US President Donald Trump on Sunday said he did not want the United States to do business with Chinese telecommunications giant Huawei. The statement came after the Commerce Department was reportedly expected to extend a reprieve for the company, according to Reuters.
Why it matters: Trump’s remarks indicate that Huawei’s fate remains uncertain as the previous reprieve nears its expiry date.
- Shortly after it put Huawei on a trade blacklist, the Commerce Department gave the company a 90-day “temporary general license” that allows some exports to Huawei to be resumed.
- The license was effective from May 20 through August 19.
- Reuters reported last Friday that the Commerce Department was expected to extend the grace period for another 90 days.
“At this moment it looks much more like we’re not going to do business [with Huawei]. I don’t want to do business at all because it is a national security threat and I really believe that the media has covered it a little bit differently than that.”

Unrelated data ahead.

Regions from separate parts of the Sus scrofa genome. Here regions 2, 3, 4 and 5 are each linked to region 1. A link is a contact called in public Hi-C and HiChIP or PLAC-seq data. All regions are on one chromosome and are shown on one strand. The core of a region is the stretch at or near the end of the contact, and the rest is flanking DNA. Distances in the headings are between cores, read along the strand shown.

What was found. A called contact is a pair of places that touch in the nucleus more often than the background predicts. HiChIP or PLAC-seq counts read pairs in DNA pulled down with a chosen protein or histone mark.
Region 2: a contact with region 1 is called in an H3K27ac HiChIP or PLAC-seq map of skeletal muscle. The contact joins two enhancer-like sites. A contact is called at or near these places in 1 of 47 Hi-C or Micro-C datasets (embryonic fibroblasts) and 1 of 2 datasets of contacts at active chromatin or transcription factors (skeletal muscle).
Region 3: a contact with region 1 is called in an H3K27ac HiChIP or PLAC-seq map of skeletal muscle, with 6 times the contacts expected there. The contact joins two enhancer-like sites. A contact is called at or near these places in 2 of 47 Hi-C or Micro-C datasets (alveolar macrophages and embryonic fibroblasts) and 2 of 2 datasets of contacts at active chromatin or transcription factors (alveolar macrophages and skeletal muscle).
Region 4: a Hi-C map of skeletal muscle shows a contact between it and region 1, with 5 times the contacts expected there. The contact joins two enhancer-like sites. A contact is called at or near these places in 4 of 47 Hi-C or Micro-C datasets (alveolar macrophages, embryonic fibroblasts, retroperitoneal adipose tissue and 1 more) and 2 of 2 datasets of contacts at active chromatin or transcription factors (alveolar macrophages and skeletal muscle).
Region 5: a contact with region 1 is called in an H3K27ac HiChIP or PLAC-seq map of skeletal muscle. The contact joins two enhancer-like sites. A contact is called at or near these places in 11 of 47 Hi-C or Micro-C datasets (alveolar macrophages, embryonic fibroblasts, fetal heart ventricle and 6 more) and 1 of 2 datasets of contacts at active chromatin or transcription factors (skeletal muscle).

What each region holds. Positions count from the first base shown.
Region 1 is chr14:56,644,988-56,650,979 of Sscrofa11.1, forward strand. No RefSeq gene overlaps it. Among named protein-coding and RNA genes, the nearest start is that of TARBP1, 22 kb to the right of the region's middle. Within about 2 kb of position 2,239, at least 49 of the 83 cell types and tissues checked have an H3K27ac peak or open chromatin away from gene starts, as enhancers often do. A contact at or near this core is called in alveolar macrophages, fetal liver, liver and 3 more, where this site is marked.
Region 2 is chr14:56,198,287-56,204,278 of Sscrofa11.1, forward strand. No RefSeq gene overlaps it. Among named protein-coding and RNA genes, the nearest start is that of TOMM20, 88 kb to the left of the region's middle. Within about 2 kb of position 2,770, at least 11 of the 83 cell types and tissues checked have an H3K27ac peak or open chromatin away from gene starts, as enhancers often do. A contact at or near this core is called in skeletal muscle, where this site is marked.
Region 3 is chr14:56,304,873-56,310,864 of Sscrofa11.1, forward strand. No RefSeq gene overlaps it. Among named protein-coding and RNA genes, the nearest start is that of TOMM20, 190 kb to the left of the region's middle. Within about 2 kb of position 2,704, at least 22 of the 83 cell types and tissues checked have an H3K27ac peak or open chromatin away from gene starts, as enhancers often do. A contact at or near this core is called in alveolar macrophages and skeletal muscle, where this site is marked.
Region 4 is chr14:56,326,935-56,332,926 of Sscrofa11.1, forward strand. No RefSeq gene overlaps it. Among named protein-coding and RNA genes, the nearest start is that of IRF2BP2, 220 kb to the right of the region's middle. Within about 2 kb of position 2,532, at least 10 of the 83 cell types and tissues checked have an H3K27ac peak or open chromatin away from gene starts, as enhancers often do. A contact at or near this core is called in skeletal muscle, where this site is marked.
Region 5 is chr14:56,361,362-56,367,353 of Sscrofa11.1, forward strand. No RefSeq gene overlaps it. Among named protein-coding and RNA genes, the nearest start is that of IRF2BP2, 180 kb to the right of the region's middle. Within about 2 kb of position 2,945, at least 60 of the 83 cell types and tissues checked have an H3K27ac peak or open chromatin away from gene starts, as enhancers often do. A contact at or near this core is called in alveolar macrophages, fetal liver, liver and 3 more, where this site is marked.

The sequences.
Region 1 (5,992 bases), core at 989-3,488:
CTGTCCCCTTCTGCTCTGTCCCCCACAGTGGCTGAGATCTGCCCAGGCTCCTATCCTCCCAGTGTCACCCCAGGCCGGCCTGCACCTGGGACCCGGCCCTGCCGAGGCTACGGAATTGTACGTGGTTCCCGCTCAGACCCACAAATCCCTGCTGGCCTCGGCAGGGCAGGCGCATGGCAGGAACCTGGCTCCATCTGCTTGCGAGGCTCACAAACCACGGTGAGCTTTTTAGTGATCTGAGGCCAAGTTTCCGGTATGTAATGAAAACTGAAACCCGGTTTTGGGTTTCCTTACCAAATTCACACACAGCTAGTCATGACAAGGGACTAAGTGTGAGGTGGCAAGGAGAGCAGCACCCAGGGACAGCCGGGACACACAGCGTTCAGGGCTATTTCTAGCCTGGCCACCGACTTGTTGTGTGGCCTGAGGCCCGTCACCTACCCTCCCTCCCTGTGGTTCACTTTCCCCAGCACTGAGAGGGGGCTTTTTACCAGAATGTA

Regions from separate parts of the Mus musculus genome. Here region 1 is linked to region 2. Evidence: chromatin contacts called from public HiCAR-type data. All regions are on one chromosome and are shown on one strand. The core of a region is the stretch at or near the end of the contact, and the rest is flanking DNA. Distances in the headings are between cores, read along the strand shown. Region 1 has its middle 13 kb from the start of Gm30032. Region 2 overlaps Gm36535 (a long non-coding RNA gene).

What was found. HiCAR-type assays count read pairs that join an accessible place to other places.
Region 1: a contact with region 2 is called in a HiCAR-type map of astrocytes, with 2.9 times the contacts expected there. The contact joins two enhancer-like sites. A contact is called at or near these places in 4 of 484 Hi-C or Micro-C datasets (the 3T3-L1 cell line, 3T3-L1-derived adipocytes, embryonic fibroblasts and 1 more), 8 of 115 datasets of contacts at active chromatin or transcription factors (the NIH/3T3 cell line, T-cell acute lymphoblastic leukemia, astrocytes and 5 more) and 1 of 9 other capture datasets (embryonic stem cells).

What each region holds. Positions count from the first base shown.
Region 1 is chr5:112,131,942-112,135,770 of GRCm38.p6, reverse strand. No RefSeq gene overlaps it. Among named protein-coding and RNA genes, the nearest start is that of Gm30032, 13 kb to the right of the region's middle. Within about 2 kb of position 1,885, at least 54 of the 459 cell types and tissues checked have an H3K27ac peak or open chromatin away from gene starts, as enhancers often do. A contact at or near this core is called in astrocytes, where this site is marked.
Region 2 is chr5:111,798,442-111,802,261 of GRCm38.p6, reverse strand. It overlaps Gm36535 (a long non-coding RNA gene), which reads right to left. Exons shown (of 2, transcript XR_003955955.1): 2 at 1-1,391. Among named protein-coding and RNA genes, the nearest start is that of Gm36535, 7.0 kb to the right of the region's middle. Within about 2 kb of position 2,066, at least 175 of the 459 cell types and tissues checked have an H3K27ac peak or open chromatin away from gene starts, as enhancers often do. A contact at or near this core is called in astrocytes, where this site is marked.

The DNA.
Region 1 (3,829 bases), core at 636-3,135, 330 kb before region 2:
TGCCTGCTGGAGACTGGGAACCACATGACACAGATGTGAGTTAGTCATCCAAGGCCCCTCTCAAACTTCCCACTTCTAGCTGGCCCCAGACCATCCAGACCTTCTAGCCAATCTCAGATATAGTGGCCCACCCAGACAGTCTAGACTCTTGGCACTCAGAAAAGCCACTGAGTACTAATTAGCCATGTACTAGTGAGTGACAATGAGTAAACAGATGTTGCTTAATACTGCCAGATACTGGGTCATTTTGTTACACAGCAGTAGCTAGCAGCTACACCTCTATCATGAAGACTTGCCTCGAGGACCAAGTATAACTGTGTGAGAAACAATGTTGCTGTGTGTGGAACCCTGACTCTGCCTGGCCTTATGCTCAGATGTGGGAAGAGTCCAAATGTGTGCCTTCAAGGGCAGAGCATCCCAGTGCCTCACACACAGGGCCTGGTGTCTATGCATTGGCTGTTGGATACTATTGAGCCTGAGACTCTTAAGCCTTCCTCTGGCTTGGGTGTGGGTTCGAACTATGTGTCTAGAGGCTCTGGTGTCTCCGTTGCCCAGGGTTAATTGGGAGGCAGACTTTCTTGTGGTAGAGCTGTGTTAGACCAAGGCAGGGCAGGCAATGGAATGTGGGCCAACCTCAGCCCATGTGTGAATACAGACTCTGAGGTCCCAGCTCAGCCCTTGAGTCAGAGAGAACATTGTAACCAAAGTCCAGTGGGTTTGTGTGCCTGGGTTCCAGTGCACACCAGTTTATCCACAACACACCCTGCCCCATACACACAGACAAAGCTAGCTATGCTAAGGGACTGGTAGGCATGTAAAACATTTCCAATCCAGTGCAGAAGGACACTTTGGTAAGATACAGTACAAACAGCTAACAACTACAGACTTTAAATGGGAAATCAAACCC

—President Trump told reporters before boarding Air Force One in New Jersey on Sunday
Details: Trump said some small parts of Huawei’s business could be exempted from a broader ban, but that it would be “very complicated.”
- He did not say whether his administration would extend the “temporary general license.”
- The situation surrounding the license remains fluid and the decision to continue the Huawei reprieve could change ahead of the Monday deadline, according to Reuters, citing sources familiar with the matter.
Context: The Huawei situation has become a bargaining chip in the ongoing trade conflicts between the US and China.
- Trump has repeatedly said the US’s dispute with Huawei could be resolved as part of a trade deal with China.
- Trump promised to allow more sales of non-sensitive products from US suppliers to Huawei at the G20 meeting in Japan in June after he met with Chinese President Xi Jinping.
- His administration readied a federal purchasing ban on Huawei on August 8 after the latest round of trade talks with China ended without a deal and Beijing halted purchases of US farming goods.
- The move was followed by the Trump administration’s decision to delay 50 applications from US companies asking to resume exports to Huawei on August 9.